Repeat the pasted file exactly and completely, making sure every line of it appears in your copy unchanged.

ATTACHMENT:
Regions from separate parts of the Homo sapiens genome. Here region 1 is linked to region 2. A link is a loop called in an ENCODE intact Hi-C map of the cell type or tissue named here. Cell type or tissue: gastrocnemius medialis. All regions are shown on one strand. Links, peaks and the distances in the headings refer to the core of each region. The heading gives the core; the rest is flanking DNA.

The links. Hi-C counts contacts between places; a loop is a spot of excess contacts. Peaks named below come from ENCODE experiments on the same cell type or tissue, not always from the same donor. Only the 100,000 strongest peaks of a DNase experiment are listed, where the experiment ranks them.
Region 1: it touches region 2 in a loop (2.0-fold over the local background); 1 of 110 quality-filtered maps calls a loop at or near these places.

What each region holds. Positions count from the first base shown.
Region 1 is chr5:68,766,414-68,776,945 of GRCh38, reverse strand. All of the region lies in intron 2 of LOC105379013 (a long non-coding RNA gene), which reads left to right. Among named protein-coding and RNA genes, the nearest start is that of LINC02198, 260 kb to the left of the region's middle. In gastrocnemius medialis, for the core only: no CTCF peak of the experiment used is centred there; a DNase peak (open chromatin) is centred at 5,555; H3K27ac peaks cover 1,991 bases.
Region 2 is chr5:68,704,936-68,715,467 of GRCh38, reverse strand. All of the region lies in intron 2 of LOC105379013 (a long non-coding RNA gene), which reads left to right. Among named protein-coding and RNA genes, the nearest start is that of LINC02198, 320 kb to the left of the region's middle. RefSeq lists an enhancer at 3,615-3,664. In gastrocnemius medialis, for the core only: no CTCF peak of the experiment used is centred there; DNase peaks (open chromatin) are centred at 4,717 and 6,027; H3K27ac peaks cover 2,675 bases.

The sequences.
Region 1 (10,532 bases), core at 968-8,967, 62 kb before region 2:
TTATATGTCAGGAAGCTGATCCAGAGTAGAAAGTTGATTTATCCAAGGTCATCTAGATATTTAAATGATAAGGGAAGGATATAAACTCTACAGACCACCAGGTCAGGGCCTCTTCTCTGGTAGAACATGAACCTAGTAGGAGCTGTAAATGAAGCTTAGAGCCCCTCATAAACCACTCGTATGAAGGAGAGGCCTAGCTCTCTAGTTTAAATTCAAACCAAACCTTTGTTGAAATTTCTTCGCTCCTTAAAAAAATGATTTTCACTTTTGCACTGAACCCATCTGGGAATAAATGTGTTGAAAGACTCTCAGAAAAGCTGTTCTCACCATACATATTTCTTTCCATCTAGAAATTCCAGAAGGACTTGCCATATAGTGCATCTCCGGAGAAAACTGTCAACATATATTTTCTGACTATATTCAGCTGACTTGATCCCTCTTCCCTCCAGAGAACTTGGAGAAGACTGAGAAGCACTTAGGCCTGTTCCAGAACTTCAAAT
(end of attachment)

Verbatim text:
Regions from separate parts of the Homo sapiens genome. Here region 1 is linked to region 2. A link is a loop called in an ENCODE intact Hi-C map of the cell type or tissue named here. Cell type or tissue: gastrocnemius medialis. All regions are shown on one strand. Links, peaks and the distances in the headings refer to the core of each region. The heading gives the core; the rest is flanking DNA.

The links. Hi-C counts contacts between places; a loop is a spot of excess contacts. Peaks named below come from ENCODE experiments on the same cell type or tissue, not always from the same donor. Only the 100,000 strongest peaks of a DNase experiment are listed, where the experiment ranks them.
Region 1: it touches region 2 in a loop (2.0-fold over the local background); 1 of 110 quality-filtered maps calls a loop at or near these places.

What each region holds. Positions count from the first base shown.
Region 1 is chr5:68,766,414-68,776,945 of GRCh38, reverse strand. All of the region lies in intron 2 of LOC105379013 (a long non-coding RNA gene), which reads left to right. Among named protein-coding and RNA genes, the nearest start is that of LINC02198, 260 kb to the left of the region's middle. In gastrocnemius medialis, for the core only: no CTCF peak of the experiment used is centred there; a DNase peak (open chromatin) is centred at 5,555; H3K27ac peaks cover 1,991 bases.
Region 2 is chr5:68,704,936-68,715,467 of GRCh38, reverse strand. All of the region lies in intron 2 of LOC105379013 (a long non-coding RNA gene), which reads left to right. Among named protein-coding and RNA genes, the nearest start is that of LINC02198, 320 kb to the left of the region's middle. RefSeq lists an enhancer at 3,615-3,664. In gastrocnemius medialis, for the core only: no CTCF peak of the experiment used is centred there; DNase peaks (open chromatin) are centred at 4,717 and 6,027; H3K27ac peaks cover 2,675 bases.

The sequences.
Region 1 (10,532 bases), core at 968-8,967, 62 kb before region 2:
TTATATGTCAGGAAGCTGATCCAGAGTAGAAAGTTGATTTATCCAAGGTCATCTAGATATTTAAATGATAAGGGAAGGATATAAACTCTACAGACCACCAGGTCAGGGCCTCTTCTCTGGTAGAACATGAACCTAGTAGGAGCTGTAAATGAAGCTTAGAGCCCCTCATAAACCACTCGTATGAAGGAGAGGCCTAGCTCTCTAGTTTAAATTCAAACCAAACCTTTGTTGAAATTTCTTCGCTCCTTAAAAAAATGATTTTCACTTTTGCACTGAACCCATCTGGGAATAAATGTGTTGAAAGACTCTCAGAAAAGCTGTTCTCACCATACATATTTCTTTCCATCTAGAAATTCCAGAAGGACTTGCCATATAGTGCATCTCCGGAGAAAACTGTCAACATATATTTTCTGACTATATTCAGCTGACTTGATCCCTCTTCCCTCCAGAGAACTTGGAGAAGACTGAGAAGCACTTAGGCCTGTTCCAGAACTTCAAAT